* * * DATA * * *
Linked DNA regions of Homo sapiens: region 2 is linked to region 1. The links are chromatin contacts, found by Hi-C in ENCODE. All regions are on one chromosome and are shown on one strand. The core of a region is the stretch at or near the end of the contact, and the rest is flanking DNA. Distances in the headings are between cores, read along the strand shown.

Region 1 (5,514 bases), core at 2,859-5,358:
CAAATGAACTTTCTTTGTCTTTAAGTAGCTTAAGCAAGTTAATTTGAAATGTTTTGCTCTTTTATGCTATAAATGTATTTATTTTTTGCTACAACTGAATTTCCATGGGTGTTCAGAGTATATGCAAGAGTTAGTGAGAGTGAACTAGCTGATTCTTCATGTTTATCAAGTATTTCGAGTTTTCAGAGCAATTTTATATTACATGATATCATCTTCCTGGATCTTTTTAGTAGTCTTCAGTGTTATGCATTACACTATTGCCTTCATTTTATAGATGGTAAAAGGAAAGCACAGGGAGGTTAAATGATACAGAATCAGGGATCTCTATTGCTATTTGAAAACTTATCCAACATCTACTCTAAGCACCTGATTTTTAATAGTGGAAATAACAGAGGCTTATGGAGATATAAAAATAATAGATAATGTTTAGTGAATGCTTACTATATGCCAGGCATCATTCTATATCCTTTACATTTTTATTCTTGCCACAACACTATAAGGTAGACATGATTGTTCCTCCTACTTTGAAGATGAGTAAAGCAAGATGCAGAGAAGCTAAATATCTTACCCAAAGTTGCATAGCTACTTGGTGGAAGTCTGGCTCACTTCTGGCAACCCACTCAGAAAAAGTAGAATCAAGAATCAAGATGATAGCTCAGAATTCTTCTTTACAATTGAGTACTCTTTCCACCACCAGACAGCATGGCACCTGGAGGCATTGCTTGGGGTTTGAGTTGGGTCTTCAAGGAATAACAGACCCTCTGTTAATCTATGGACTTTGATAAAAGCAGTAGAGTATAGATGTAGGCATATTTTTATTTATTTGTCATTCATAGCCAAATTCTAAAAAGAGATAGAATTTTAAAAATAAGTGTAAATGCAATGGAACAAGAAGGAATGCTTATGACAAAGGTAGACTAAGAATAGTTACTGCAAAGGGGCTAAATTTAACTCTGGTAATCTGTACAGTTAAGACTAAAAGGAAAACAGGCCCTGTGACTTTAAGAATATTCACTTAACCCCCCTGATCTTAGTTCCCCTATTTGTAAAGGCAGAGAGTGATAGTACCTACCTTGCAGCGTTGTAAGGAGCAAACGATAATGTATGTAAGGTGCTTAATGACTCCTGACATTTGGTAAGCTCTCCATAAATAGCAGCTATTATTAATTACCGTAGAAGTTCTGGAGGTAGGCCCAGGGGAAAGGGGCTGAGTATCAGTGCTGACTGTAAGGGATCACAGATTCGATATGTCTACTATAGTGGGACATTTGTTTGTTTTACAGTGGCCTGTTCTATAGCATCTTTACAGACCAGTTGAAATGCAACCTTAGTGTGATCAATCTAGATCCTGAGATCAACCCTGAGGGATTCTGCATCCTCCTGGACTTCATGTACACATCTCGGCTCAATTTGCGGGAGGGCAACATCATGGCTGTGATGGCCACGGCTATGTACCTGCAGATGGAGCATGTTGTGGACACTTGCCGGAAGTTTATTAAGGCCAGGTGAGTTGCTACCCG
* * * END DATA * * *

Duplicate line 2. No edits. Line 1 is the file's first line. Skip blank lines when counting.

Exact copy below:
Region 1 (5,514 bases), core at 2,859-5,358: